Policy challenges looming for Yellen as likely next Fed chair
(REUTERS) - President Barack Obama will nominate Fed vice-chairman Janet Yellen on Wednesday to succeed Mr Ben Bernanke as leader of the United States (US) Federal Reserve, putting her atop the world's most influential central bank as it attempts to finally move on from an era of economic crisis.
If Ms Yellen is confirmed by the Senate, as expected, she will face a series of delicate policy challenges in the months and years ahead, starting with how quickly to wind down the Fed's aggressive bond-buying campaign. Here are the main policy challenges on the horizon:
BLOATED BALANCE SHEET. After three rounds of quantitative easing, or QE, the Fed's balance sheet has swelled to about US$3.7 trillion (S$4.6 trillion), a record level and far higher than the approximately US$1 trillion the Fed carries in more normal times. Some fear the haul of Treasuries, mortgage-backed securities and other bonds could stoke inflation in the years ahead, and potentially cause hard-to-detect market disruptions and asset bubbles.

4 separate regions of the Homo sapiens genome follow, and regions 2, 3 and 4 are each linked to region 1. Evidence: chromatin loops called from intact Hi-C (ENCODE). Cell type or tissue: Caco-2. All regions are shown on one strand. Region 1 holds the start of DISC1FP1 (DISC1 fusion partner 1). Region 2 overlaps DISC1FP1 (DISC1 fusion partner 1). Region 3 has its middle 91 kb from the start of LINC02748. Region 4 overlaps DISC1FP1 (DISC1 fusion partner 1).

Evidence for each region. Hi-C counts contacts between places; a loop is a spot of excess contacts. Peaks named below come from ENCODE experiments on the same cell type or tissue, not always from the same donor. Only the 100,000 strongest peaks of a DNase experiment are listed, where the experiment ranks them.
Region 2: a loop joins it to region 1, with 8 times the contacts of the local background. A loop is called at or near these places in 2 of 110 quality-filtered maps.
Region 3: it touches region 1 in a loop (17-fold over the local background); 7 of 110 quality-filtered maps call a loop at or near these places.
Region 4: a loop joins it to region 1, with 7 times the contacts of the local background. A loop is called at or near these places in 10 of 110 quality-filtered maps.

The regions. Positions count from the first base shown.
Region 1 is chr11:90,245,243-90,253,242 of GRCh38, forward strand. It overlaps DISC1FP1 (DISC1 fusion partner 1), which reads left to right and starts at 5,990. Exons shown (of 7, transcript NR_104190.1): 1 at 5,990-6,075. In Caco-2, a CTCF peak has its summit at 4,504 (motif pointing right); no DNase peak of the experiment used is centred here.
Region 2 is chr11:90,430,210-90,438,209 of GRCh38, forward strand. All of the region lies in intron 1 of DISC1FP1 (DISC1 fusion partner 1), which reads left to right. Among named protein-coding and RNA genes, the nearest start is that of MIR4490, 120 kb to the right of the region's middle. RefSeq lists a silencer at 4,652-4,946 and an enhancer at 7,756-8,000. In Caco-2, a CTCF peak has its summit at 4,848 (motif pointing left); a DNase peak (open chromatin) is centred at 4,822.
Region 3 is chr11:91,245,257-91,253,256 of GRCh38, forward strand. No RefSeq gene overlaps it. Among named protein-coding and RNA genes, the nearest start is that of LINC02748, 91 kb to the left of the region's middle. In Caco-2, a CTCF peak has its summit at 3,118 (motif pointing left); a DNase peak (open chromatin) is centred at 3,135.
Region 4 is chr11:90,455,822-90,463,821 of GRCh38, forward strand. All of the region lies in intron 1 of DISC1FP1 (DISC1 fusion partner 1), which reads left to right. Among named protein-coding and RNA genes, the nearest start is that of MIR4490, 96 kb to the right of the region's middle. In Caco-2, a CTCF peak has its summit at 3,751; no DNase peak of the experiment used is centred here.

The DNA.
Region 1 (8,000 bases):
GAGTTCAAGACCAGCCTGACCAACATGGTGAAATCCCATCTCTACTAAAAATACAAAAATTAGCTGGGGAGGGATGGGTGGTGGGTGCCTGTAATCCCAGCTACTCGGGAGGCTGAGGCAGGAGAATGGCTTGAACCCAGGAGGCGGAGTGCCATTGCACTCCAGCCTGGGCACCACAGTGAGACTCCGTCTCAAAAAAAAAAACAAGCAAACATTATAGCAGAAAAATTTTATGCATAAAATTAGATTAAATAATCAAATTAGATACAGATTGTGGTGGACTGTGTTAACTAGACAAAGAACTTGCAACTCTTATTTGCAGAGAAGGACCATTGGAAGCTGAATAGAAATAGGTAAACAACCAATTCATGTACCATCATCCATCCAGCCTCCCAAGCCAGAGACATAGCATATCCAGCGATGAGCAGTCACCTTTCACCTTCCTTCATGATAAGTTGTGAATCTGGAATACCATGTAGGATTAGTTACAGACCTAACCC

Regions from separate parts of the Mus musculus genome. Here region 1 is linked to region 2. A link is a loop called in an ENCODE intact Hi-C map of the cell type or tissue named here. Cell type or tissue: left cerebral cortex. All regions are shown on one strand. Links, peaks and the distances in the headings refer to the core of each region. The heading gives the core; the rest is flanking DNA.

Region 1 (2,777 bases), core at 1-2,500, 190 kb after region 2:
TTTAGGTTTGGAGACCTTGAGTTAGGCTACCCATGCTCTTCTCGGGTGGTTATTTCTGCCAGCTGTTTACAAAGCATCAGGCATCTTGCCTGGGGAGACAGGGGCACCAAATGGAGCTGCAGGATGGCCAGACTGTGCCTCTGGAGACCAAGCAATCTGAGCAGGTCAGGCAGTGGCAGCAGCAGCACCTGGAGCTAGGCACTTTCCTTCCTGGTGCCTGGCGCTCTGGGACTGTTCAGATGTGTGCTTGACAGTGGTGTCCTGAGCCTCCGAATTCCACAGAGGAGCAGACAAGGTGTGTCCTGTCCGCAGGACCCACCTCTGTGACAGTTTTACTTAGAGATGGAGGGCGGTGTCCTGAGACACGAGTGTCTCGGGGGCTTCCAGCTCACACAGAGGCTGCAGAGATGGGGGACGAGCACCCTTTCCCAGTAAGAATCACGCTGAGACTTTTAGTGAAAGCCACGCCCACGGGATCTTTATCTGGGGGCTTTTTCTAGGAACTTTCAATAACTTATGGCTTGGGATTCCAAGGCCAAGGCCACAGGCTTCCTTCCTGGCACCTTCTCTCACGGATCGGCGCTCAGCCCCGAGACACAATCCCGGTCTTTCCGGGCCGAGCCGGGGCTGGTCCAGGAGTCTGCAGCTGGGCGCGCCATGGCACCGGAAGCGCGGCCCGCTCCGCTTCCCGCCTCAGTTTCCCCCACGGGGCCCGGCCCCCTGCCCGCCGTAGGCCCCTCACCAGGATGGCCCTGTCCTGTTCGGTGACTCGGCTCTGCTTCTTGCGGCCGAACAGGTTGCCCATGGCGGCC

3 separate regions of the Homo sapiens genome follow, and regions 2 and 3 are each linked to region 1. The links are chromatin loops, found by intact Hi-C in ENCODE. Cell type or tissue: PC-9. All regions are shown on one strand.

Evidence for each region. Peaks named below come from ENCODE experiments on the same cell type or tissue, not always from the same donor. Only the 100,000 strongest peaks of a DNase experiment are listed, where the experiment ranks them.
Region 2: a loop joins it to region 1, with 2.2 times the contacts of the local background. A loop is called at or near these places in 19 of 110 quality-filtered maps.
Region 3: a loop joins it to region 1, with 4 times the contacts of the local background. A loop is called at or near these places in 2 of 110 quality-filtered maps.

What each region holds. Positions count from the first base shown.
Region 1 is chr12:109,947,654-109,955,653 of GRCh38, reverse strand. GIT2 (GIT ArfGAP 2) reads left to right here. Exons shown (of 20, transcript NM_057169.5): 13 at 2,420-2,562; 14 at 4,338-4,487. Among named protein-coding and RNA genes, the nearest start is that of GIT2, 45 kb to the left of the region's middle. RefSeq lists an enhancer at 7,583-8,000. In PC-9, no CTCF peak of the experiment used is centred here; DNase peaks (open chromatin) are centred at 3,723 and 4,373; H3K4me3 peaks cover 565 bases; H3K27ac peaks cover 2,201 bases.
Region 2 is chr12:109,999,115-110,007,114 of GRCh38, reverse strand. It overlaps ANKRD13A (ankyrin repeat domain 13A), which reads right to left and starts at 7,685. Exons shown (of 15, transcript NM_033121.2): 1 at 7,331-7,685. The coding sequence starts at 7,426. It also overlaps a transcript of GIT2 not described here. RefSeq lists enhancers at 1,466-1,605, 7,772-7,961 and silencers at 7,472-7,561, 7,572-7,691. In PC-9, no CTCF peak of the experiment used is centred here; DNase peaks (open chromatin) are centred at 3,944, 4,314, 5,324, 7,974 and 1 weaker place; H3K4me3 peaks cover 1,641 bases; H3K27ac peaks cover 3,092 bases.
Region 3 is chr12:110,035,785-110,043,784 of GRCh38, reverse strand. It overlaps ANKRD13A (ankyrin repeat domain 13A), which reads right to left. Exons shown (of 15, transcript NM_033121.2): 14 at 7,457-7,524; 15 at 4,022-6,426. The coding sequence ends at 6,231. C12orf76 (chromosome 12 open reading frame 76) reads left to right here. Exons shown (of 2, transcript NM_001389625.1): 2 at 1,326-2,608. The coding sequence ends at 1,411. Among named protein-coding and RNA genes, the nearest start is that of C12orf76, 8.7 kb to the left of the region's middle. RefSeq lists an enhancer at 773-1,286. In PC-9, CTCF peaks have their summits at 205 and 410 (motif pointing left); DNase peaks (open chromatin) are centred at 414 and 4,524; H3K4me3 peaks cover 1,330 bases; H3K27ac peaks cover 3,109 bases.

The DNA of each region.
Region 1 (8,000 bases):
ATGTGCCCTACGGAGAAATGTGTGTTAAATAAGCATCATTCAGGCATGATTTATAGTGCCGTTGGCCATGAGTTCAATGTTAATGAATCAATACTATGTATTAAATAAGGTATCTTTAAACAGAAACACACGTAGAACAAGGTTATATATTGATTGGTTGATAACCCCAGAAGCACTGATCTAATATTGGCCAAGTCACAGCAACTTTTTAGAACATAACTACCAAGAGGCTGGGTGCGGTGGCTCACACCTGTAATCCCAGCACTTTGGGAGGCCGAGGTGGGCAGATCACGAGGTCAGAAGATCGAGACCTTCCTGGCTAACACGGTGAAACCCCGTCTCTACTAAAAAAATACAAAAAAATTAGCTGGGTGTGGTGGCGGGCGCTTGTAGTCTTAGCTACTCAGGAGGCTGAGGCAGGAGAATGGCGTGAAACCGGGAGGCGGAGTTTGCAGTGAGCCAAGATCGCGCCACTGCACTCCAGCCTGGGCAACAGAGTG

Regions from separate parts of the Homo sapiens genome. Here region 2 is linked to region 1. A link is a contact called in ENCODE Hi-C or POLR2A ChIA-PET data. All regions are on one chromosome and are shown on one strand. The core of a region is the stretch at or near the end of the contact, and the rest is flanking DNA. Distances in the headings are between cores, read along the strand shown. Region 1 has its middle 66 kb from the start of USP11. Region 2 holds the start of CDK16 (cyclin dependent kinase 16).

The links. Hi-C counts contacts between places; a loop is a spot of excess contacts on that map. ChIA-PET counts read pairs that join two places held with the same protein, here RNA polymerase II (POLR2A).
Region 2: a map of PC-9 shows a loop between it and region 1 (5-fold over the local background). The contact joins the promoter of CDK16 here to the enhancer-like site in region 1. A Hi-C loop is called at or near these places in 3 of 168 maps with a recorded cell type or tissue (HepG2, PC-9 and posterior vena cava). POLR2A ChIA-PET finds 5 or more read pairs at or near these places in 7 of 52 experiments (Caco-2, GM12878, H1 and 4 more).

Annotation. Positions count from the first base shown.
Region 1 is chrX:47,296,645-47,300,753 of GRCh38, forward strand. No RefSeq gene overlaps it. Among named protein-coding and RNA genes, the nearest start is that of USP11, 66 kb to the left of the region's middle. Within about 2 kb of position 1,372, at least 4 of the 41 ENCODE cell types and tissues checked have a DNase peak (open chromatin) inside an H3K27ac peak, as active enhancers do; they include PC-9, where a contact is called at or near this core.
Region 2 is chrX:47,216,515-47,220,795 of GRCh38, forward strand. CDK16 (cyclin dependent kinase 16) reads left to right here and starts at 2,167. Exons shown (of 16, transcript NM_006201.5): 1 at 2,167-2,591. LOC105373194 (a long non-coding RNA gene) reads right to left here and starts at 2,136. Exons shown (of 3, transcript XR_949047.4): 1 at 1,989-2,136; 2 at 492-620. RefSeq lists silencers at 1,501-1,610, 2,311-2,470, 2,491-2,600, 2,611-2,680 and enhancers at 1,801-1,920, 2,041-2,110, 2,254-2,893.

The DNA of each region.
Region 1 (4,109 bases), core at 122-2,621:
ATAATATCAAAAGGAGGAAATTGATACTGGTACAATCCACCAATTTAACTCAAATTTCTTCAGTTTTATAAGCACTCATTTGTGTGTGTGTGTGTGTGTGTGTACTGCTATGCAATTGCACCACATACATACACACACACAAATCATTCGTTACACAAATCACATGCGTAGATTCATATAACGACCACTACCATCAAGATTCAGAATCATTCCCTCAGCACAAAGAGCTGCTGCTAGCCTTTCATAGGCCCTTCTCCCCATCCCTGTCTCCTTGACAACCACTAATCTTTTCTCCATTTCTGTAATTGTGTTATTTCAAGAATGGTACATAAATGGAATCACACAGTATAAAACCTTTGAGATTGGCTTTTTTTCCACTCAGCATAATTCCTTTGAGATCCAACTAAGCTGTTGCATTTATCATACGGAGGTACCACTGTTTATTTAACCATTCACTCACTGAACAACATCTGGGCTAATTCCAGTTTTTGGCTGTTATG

While it continues to buy US$85 billion in bonds per month to encourage investment and growth, the Fed wants to begin reducing the programme. Mr Bernanke said in June the Fed expects to taper the purchases this year and halt them altogether by mid-2014, although he declined to confirm that timetable in September.